UK - Eat to the Beat has recently returned from a tour with comedian John Bishop. Following the success of his Winging It show, he was back on the road throughout the first quarter of 2018 with an additional 26 shows.
Venues along the way included Birmingham's Genting Arena, the BIC in Bournemouth, Bristol Hippodrome, the London Palladium, Southend's Cliff Pavilion. The tour drew to a close with a homecoming show at the Liverpool Arena on 30 March.
The team at Eat to the Beat provided crew and artist catering for the tour.
In a bid to improve the impact on the environment, the tour provided all the crew with a refillable water bottle rather than offering individual plastic water bottles in catering. This was an initiative and fitted in with Eat to the Beat's own ethos of trying to reduce their plastic usage wherever they can.
A spokesperson for the tour said: "As always the team at Eat to the Beat provided us with fantastic catering for the recent Winging It tour and we had fantastic feedback from everyone on the team. The refillable water bottles proved to be a great success with everyone on the tour getting involved and using them."
Oliviers Oversight - Organisers of Sunday's Olivier Awards have apologised for omitting director Sir Peter Hall from a tribute segment shown during the ceremony. "We are hugely sorry for the oversight of leaving Sir Peter Hall out of our In Memoriam," said the Society of London Theatre (SOLT) in a statement. The founder of the Royal Shakespeare Company and former National Theatre director died in September, aged 86.
The failure to mark his death prompted dismay and disbelief on social media. Olivier-winning choreographer Sir Matthew Bourne said the omission was "unforgivable", while actor Christopher Biggins called it "disgraceful". The In Memoriam segment came midway through the ceremony, held at the Royal Albert Hall in London and subsequently broadcast on ITV.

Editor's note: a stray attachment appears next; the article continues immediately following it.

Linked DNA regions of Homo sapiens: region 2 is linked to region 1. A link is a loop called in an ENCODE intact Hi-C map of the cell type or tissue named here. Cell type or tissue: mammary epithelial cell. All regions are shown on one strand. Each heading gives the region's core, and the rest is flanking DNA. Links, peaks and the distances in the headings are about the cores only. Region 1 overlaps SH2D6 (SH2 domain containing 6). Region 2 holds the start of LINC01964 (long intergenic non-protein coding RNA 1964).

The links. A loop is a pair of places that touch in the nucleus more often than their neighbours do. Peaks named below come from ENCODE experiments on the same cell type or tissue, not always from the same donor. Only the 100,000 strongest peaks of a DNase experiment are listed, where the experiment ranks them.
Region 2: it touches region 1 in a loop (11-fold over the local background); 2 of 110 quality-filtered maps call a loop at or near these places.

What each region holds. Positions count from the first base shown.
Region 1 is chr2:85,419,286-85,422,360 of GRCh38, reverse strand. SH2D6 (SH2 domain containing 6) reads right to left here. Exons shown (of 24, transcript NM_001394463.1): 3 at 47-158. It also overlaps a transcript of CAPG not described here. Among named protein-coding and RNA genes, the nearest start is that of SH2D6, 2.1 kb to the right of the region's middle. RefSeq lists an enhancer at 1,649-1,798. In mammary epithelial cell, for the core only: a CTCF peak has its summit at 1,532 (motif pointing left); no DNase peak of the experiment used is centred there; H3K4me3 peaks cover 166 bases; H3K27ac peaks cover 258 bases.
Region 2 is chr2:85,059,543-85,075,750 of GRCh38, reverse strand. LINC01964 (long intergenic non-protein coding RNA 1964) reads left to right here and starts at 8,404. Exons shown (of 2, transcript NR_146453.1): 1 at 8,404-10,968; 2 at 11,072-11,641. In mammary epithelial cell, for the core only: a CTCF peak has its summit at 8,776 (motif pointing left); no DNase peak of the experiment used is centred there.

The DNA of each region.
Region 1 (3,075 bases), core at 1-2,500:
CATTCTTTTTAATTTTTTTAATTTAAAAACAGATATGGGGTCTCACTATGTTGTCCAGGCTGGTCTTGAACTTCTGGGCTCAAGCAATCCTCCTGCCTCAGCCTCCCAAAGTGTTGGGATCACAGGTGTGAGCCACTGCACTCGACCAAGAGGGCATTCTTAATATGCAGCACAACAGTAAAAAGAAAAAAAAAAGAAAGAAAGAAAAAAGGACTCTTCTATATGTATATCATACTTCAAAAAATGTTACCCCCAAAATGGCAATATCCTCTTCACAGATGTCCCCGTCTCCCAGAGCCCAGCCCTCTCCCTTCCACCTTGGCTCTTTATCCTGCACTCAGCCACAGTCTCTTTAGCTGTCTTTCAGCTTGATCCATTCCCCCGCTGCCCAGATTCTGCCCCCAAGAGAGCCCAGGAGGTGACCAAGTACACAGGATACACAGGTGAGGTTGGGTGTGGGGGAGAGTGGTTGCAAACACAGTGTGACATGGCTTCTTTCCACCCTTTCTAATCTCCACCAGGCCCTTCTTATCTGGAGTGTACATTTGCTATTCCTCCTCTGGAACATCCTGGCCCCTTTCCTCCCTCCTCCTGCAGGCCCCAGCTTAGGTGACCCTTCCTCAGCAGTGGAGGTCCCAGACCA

In a statement on Monday, SOLT described Sir Peter as "a wonderful and inspiring figure within the UK theatre industry" who was "sorely missed". The society added that it had arranged for theatre lights in London's West End to be dimmed when he passed away last year.
Hip Hop Heroes - Hip hop musical Hamilton took home seven trophies at the Olivier Awards in London, falling just short of a new record. The main awards claimed by Lin-Manuel Miranda and his cast were best new musical, best actor, best supporting actor and outstanding achievement in music.
The seven wins did not beat Harry Potter And The Cursed Child's record haul of nine trophies last year, but was on par with the most awarded musical to date - Matilda. The show, which turns an early cha
USA - As part of a worldwide rollout that began with the English release in September 2017, global design and BIM software developer Vectorworks, Inc. has announced the release of the Chinese version of its Vectorworks 2018 software line, which includes Vectorworks Architect, Landmark, Spotlight, Designer and Fundamentals, as well as BraceworksTM, a structural load analysis add-on module. The Chinese language version is the final installment to join other languages, including Dutch, French, German, Japanese, Polish, Italian, Norwegian, Portuguese and Spanish.
“Year after year, Vectorworks makes strides to continue as a superior, global design tool, and this year is no different,” said Cecil Fung, managing director of Mad Macs Technology Distributions, Ltd., the Vectorworks distributor in China. “Chinese designers choose Vectorworks because it offers dual platform capability, 2D tool flexibility and a variety of tools for the landscape and entertainment industries, such as plant tags, truss tools, reporting functions, stage analysis and more. They can look forward to the even more robust and efficient workflows with Vectorworks 2018.”
To showcase the new features of Vectorworks 2018, Mad Macs Technology Distributions will host a series of free events this spring across China.
Creative Funding - A package worth more than £150m to help the creative industries thrive has been unveiled by the government.
The creative industries sector deal includes a new fund, worth £20m, that towns and cities will be able to bid for a share of. The money will be used to invest in creative and cultural activities and has been set aside following the success of Hull’s turn as City of Culture in 2017, which saw almost £220m invested in tourism and culture, and nearly 800 jobs created.
The government has also pledged £33m towards “immersive technologies”, such as interactive art shows and “augmented reality experiences in tourism”.